Although little evidence survives regarding the personal life of Timothy H. O’Sullivan (1840-1882), his photographic legacy is extensive. Despite his short life, O’Sullivan was a major figure in two areas of early American photography: Civil War documentation and the surveying of the American West.
O’Sullivan was born in 1840, probably in Ireland, but his family moved to the United States in 1842, as part of the massive wave of immigrants who fled the severe potato famine. By the age of 18, O’Sullivan began working in Mathew Brady’s photographic studio in Washington D.C. The studio was dedicated to making portraits, but with the onset of the Civil War, Brady turned his attention to field photography. In 1861 and 1862 O’Sullivan photographed the Civil War for Mathew Brady, but spent the rest of the war working for Alexander Gardner. O’Sullivan made a variety of pictures including individual and group portraits of military members, views of camps, forts, bridges, railroads, buildings, earthworks, towns, fields and plantations, and of changes wrought by the war. These pictures were published in Photographic Incidents of the War from the Gallery of Alexander Gardner, Photographer to the Army of the Potomac and Gardner’s Photographic Sketch Book of the War, 1865/1866.
Beginning with his field photography during the civil war, and continuing into his survey photography, Timothy O’Sullivan made glass plate collodion negatives. Also known as wet-plate, this process of coating the glass with wet collodion just prior to exposure in the camera was particularly difficult when employed in the field. The coating process and the need to develop the negative immediately after exposure, required traveling with portable darkrooms, or dark tents. In order to make large photographic prints, large glass negatives were needed, and traveling across the countryside by wagon with chemicals, large wooden cameras, and many sheets of glass made the process quite burdensome by today’s standards.
Throughout his career O’Sullivan also made stereographic views. Collected widely in Victorian America, stereographs display two nearly identical images mounted side-by-side on a small card. Designed to imitate human binocular vision, they are best seen in a special viewer, called a stereoscope, which blocks out peripheral vision and creates the illusion of a three-dimensional image. Since these images are created with a special camera featuring two lenses separated by the same distance as human eyes, O’Sullivan had to travel with additional equipment in order to make the highly marketable stereographic views.
In 1867 he was appointed to Clarence King’s Geological Explorations of the Fortieth Parallel and photographed for King in 1867-1869 and again in 1872 in California, Nevada, Utah, Wyoming, Colorado, and Idaho. The first season’s survey had two explicit concerns: to study the natural resources along the Union and Central Pacific Railroads, and to document the geology of a section of the West one hundred miles wide from the Sierra Nevada Mountains to the Rocky Mountains. Unstated, but implicit in the survey goals, was promoting the region’s future development by white settlers, so the crew also identified possibilities for economic development, recording the local flora and fauna, evaluating the opportunities for mining, and assessing Indian hostilities. The survey exploration was arduous – King’s men endured steep, snowy mountain passes, hot desert basins, and rough rivers. Most of the men caught malaria, O’Sullivan being one of the few to avoid it.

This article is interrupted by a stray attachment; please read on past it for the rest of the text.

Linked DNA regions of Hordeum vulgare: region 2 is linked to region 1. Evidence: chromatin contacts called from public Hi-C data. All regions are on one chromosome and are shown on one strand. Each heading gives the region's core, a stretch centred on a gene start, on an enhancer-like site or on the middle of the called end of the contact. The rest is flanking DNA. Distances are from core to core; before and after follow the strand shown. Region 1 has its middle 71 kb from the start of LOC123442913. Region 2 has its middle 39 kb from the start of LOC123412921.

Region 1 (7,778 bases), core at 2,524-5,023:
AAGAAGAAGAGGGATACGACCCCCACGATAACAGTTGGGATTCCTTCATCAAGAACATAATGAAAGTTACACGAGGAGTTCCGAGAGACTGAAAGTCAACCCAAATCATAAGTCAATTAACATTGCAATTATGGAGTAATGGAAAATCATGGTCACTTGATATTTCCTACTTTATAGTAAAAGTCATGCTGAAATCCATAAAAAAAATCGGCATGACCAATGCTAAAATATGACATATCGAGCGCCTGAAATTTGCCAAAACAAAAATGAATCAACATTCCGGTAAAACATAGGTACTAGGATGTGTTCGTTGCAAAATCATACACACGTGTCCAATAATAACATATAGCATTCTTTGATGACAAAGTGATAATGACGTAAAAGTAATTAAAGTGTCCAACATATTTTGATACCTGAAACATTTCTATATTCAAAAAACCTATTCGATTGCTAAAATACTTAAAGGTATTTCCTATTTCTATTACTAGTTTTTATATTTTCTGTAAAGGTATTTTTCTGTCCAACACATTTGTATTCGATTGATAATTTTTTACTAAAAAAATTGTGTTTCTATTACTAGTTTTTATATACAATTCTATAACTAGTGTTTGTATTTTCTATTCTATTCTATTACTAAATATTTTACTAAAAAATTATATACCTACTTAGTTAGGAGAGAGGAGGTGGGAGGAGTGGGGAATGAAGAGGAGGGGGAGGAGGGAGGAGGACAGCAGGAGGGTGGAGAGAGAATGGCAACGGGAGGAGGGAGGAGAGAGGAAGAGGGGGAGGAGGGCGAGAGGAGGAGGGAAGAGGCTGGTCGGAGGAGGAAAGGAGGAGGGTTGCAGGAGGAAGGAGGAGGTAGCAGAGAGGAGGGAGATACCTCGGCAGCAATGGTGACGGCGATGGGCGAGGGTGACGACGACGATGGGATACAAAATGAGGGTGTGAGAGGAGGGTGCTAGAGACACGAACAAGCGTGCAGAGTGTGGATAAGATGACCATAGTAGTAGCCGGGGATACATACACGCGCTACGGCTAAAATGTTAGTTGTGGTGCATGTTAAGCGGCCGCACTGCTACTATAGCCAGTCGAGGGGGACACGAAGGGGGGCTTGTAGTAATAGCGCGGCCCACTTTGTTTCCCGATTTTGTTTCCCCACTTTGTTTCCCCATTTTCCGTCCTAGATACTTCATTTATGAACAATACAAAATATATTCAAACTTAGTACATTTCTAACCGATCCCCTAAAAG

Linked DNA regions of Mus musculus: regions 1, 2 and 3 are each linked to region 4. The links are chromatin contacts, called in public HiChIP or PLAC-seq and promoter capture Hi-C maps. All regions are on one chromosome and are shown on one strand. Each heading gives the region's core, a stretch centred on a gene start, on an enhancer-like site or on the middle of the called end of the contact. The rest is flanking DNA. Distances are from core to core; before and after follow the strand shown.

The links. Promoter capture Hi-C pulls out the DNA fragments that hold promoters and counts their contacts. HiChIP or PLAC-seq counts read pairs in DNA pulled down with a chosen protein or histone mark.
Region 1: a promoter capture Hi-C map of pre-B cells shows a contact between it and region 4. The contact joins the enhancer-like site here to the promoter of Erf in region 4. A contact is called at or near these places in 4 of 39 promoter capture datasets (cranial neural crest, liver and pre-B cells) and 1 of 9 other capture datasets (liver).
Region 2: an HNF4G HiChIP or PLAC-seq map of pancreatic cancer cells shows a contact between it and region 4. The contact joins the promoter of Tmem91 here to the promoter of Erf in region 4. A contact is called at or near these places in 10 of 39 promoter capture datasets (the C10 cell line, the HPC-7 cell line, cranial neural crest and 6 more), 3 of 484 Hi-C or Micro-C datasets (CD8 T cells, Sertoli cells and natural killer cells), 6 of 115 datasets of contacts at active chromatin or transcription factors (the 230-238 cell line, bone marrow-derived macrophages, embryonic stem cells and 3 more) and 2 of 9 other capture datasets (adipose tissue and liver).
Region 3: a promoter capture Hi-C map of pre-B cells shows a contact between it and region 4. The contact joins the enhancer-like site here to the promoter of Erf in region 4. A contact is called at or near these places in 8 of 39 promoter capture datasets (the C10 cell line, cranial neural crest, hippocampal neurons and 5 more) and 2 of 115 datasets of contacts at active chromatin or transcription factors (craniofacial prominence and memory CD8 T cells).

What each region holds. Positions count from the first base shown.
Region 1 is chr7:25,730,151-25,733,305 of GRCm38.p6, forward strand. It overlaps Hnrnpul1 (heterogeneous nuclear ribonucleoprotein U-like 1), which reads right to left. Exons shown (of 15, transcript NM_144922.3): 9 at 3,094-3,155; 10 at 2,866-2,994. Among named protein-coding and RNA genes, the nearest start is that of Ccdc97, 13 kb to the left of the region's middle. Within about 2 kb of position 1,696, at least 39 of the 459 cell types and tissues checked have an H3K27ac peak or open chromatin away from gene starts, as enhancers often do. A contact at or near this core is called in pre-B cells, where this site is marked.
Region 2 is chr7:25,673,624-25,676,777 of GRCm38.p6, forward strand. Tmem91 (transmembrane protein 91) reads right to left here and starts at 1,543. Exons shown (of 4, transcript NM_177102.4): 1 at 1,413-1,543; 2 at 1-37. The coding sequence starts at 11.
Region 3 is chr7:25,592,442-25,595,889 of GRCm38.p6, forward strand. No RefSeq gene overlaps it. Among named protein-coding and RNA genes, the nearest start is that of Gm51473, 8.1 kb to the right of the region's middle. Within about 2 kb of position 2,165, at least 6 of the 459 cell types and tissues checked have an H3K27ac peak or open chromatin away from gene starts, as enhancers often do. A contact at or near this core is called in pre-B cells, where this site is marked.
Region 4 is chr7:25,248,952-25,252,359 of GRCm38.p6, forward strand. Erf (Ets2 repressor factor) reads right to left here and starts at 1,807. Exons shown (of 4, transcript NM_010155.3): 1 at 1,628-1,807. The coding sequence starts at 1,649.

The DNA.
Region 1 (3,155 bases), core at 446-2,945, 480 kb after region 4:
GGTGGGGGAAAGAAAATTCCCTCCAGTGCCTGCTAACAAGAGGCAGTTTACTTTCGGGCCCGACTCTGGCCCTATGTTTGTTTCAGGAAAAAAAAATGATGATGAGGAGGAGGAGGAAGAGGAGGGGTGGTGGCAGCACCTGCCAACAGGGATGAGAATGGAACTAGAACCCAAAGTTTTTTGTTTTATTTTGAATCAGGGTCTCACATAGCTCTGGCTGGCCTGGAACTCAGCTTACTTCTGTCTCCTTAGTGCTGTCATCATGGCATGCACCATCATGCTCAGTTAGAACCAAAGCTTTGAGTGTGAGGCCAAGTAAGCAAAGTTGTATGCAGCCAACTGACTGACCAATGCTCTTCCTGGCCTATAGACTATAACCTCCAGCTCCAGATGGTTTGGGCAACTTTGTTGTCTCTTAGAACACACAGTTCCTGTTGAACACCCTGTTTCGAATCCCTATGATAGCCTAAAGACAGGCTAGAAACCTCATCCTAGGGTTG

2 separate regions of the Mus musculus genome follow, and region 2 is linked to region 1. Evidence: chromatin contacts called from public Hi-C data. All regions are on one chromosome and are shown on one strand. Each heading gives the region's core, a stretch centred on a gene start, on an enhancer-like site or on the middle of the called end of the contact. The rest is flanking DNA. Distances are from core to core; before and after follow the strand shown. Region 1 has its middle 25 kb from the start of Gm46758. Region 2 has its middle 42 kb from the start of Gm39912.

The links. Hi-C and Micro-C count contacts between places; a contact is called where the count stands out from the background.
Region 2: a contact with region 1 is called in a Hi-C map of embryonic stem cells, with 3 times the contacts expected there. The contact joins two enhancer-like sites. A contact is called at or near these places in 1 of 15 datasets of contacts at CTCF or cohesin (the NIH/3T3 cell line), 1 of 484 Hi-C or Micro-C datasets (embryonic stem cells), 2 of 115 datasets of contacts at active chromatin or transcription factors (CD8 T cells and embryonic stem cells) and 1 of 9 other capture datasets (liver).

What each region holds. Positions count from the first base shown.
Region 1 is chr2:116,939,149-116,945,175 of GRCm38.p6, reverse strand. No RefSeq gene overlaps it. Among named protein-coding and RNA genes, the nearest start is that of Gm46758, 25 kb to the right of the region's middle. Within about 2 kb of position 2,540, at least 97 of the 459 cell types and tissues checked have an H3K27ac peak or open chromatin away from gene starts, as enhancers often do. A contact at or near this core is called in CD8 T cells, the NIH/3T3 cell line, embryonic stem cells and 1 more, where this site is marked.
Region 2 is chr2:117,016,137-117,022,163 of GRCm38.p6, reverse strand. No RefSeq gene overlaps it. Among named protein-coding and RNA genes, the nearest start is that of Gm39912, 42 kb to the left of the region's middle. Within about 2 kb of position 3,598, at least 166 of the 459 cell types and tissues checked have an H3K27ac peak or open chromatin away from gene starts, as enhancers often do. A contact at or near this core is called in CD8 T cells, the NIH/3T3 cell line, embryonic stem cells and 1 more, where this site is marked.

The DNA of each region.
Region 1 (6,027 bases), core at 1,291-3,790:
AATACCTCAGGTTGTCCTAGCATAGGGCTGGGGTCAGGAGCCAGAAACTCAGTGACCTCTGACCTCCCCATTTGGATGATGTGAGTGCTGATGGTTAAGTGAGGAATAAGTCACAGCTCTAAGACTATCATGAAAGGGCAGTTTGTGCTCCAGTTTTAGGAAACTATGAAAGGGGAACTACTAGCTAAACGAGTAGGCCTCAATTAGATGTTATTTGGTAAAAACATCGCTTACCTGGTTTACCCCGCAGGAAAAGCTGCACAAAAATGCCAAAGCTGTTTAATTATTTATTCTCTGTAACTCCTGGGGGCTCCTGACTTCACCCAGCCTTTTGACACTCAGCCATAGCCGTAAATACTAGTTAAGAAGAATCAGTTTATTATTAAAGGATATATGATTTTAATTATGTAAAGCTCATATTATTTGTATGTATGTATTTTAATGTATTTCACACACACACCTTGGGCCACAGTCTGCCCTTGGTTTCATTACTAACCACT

Lieutenant George Montague Wheeler hired O’Sullivan in September of 1870 to join his survey of the American Southwest. Wheeler’s expeditions differed from King’s in several ways: it was the only military expedition of the four major expeditions to be conducted in the West, and unlike King, Wheeler appreciated the value of photographs for promoting the survey itself. The goals, however, were similar to King’s: to prepare accurate maps, document the physical features of the land, find sites for roads and military operations, assess the population and disposition of the resident Indian peoples, and evaluate the geology and vegetation as to their usefulness to settlers.
During the 1872 season, O’Sullivan returned to work with King photographing in Nevada, Utah, Wyoming and Colorado, but by 1873 was back with Wheeler. The intervening winter allowed O’Sullivan to print two sets of King survey photographs which were sent to the 1873 World’s Fair in Vienna. That year he spent the season in Arizona and New Mexico, making images of the Grand Canyon, and taking perhaps his most famous survey photograph of the White House Ruins in Canyon de Chelly. The winter of 1873-4 was spent in Washington D.C. printing for both King and Wheeler, and in May O’Sullivan began producing official sets of images from Wheeler’s survey, comprised of both large format and stereographic views. In July of 1874 O’Sullivan embarked on his last season of photography in the West. He began in New Mexico and Colorado photographing Indians and the countryside for Wheeler, and then took a solo trip to a site he had photographed many years before: Shoshone Falls in Idaho. He then returned to Washington D.C., where he continued to work, including a brief job with the United States Treasury Department in 1880-1881. O’Sullivan left the government position just five months after beginning, due to tuberculosis, from which he died on 14 January 1882, at age 42.